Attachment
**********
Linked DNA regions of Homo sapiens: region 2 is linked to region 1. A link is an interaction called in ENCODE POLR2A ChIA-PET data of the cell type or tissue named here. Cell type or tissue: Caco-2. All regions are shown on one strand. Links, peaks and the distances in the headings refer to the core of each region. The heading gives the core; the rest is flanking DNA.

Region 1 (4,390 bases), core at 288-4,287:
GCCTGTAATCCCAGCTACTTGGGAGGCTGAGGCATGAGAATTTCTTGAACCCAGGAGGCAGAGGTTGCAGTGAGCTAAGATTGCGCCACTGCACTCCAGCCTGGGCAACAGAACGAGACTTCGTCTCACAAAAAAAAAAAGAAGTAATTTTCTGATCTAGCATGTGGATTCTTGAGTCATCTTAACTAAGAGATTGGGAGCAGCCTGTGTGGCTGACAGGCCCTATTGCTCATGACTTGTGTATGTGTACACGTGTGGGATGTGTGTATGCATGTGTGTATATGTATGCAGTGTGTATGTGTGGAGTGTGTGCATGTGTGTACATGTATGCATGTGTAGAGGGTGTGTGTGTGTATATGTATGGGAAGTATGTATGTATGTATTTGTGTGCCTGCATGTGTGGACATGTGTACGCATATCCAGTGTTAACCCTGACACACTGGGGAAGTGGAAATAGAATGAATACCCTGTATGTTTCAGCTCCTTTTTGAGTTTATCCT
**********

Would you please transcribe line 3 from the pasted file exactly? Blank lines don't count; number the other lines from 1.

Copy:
GCCTGTAATCCCAGCTACTTGGGAGGCTGAGGCATGAGAATTTCTTGAACCCAGGAGGCAGAGGTTGCAGTGAGCTAAGATTGCGCCACTGCACTCCAGCCTGGGCAACAGAACGAGACTTCGTCTCACAAAAAAAAAAAGAAGTAATTTTCTGATCTAGCATGTGGATTCTTGAGTCATCTTAACTAAGAGATTGGGAGCAGCCTGTGTGGCTGACAGGCCCTATTGCTCATGACTTGTGTATGTGTACACGTGTGGGATGTGTGTATGCATGTGTGTATATGTATGCAGTGTGTATGTGTGGAGTGTGTGCATGTGTGTACATGTATGCATGTGTAGAGGGTGTGTGTGTGTATATGTATGGGAAGTATGTATGTATGTATTTGTGTGCCTGCATGTGTGGACATGTGTACGCATATCCAGTGTTAACCCTGACACACTGGGGAAGTGGAAATAGAATGAATACCCTGTATGTTTCAGCTCCTTTTTGAGTTTATCCT